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Your goose is cooked

By December 2, 2020Beet December 2020

Gardening Gourmet

Sydney Jordan Brown

Master Gardener 2000

In case you’re wondering, this is not a story about that golden-grilled-gander that graces many holiday feasts, nor those supplying feathers for your down-filled comforters.
This is about another goose that’s long been proudly perched upon its pedestaled-plateau at the other end of many a festive meal or sustainable food gathering.
Despite the U.S. ban in the early 1900s on importing hybrid gooseberry plants carrying a disease that decimated white pines in various Eastern states, the Northwestern native black gooseberry, Ribes divaricatum, was growing wild on the west coast.
Unlike R. hirtellum, native of the Northeastern/North central U.S., R. divaricatum is endemic, found almost exclusively west of the Cascades. This plant’s natural home ranges from open woodlands and coastal shrubbery to prairies and moist hillsides.
It’s also known as spreading gooseberry, straggle bush, wild and straggly gooseberry, American Worcesterberry, coastal black and common gooseberry.
The name comes from Old Norman/Middle English groses or grosier, the old French word for grosielle, meaning red currant. All of these come from the Frankish root krûsil, meaning “crisp berry,” not from serving it with goose.
Whatever you call it, this deciduous, spiny, multi-stemmed shrub offers much more than its feathered namesake. The fruits are perhaps the best-tasting wild gooseberries when they’ve ripened to a rich ebony-black.
These highly ornamental shrubs with miniature maple-like leaves grow delicate purple and white fuchsia-like flowers dangling like delicate lanterns from arching stems. They lend themselves well to the “wild” garden aesthetic.
Today, this plant is still highly valued by Northwest Native American tribes (for food, medicine and family) who continue to steward and restore wild populations while sustaining and strengthening the integrity of the ecology, their cultural heritage and wisdom.
Despite their thorny nature, this plant is a very low-maintenance, easy-to-grow perennial that’s great for sustainable landscaping. Note that it may well be wise to wear rose-pruning gloves to pluck the soft, ripened to ebony color, fruits. Despite their pricks, popping just one of these little gems in your mouth will make you glad you planted them.
You’ll also be pleased by their very high vitamin C content and their pectin that naturally thickens any jam or jelly. You can also cook them into chutneys and sauces for seafood or poultry, or bake them in tasty pies, tarts and cobblers. Yum!
Preferring full-sun to part shade and well-drained soils with adequate irrigation, self-fertile gooseberries will fruit in mid-summer in the third year. Topping out at 3 to 8 feet, they’ll blend well with natural surroundings.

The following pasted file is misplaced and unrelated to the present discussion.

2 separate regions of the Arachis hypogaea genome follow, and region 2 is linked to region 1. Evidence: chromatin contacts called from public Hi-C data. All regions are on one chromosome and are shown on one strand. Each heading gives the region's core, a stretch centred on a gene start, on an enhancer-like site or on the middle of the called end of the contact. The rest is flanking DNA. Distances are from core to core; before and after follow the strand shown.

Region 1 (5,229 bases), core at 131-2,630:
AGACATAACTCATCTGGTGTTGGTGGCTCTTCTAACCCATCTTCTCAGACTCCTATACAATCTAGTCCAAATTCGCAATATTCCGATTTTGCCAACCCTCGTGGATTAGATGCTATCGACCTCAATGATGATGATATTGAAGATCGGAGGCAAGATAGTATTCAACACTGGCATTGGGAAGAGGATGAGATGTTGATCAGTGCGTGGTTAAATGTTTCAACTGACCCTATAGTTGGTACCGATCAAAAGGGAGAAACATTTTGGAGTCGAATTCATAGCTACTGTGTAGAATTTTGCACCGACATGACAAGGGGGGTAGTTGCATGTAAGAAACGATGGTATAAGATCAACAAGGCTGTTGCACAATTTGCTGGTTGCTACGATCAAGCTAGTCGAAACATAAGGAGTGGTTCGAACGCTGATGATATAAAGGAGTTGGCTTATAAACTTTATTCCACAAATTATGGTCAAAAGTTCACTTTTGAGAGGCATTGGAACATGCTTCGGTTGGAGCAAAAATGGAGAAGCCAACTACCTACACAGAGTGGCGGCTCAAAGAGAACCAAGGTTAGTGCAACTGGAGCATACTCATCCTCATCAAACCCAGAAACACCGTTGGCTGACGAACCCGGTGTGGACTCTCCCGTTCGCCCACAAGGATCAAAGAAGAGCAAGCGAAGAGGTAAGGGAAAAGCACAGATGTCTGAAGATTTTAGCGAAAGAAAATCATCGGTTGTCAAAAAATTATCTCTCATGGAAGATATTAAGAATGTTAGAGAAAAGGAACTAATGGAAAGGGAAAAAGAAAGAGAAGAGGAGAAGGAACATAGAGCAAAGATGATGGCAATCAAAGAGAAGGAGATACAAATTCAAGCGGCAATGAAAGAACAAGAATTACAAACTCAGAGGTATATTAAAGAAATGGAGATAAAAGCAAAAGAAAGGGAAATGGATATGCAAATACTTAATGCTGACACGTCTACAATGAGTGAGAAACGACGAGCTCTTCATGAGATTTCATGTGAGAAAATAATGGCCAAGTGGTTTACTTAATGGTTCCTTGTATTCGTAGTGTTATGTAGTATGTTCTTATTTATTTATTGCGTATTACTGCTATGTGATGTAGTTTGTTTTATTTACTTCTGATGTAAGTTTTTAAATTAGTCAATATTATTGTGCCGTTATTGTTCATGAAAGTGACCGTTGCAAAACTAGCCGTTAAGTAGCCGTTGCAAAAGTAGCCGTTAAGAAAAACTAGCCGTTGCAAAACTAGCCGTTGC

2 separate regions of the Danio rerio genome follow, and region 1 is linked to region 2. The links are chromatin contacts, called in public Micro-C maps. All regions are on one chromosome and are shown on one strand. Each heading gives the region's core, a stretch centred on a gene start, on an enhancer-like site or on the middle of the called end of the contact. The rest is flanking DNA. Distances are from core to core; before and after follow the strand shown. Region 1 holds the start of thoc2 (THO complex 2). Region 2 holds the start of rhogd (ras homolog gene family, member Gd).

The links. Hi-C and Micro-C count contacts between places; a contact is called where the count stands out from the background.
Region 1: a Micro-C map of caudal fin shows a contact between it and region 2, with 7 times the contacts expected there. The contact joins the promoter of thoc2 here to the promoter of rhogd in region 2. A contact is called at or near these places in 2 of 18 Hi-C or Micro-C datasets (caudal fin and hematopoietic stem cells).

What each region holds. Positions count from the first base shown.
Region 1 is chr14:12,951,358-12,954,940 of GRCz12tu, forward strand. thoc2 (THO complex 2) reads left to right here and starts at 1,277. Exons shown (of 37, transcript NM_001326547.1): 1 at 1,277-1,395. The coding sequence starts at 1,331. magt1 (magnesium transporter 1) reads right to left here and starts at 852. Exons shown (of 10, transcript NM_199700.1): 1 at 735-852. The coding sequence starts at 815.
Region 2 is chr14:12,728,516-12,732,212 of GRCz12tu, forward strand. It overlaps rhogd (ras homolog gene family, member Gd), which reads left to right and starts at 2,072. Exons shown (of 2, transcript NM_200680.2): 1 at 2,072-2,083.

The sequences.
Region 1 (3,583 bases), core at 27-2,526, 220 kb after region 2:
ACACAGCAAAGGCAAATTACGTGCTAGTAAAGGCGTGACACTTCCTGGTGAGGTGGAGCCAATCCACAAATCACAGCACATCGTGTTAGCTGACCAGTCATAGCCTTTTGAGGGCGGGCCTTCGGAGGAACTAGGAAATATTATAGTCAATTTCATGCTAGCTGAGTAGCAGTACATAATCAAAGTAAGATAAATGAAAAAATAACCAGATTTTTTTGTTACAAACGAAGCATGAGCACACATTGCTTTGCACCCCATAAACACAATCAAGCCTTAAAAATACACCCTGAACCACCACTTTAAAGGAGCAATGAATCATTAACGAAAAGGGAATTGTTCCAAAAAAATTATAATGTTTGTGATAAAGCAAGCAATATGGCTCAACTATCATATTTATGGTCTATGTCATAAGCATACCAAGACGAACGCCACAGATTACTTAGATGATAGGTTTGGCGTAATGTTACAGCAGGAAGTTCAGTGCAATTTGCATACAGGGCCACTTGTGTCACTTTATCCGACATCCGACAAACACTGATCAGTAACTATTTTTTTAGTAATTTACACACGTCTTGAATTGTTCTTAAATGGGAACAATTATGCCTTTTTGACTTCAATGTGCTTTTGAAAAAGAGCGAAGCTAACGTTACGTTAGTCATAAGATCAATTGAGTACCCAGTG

The black gooseberry isn’t only a terrific native shrub, but will win raves for its natural beauty. It will also attract avian visitors; yet, astoundingly, deer avoid it.
So, the only goose cooked here is that of the native Western gooseberry.

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Recipe: Wild gooseberry galette

Pastry
1/2 cup each unbleached flour and white whole wheat flour (or gluten free equivalent)
1/4 teaspoon sea salt
1 tablespoon organic sugar
6 tablespoons cold unsalted butter, cut in 1/2” cubes
3 to 4 tablespoons ice water mixed with 1 teaspoon lemon juice
Filling
2/3 cup organic sugar
1 teaspoon cinnamon
1 teaspoon ground ginger
1/4 teaspoon nutmeg
1 tablespoon flour
zest of one organic lemon
3 1/2 cups fresh black gooseberries, washed with stems and tails removed (cuticle or needle-bladed herb scissors work best)
2 tablespoons each organic sugar and milk
Instructions
Mix flour, salt, and sugar in food processor. Then add butter and pulse about 30 seconds until resembling coarse cornmeal. Add 3 tablespoons of ice water-lemon juice mix and pulse just until dough holds together. Gather dough into a ball and chill 30 minutes.
For filling, mix 2/3 cup sugar and ground spices, and set aside.
Preheat oven to 400°. Roll dough out on a floured surface (silicone mats work best) to about a 14” round. This doesn’t need to be perfect since this is a rustic style of tart. Using mat, transfer dough to a baking sheet covered with heavy foil topped with parchment paper. Sprinkle surface with 2 tablespoons spiced sugar.
Toss berries and lemon zest with remaining spiced sugar and 1 tablespoon flour then dump in the middle of crust. Gently pull edges of crust up and pleat leaving about an 8” opening in the center. With a pastry brush, use milk to paint exterior of crust then sprinkle with sugar.
Bake about 40-50 minutes until berries are bubbly and crust is golden brown. Serves about 6-8. Great with vanilla ice cream or whipped cream.

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Plant sources

Native Foods Nursery (Dexter, OR)

6” to gallon-size plants
Friends of Sausal Creek Native Plant Nursery (Oakland, CA)

 

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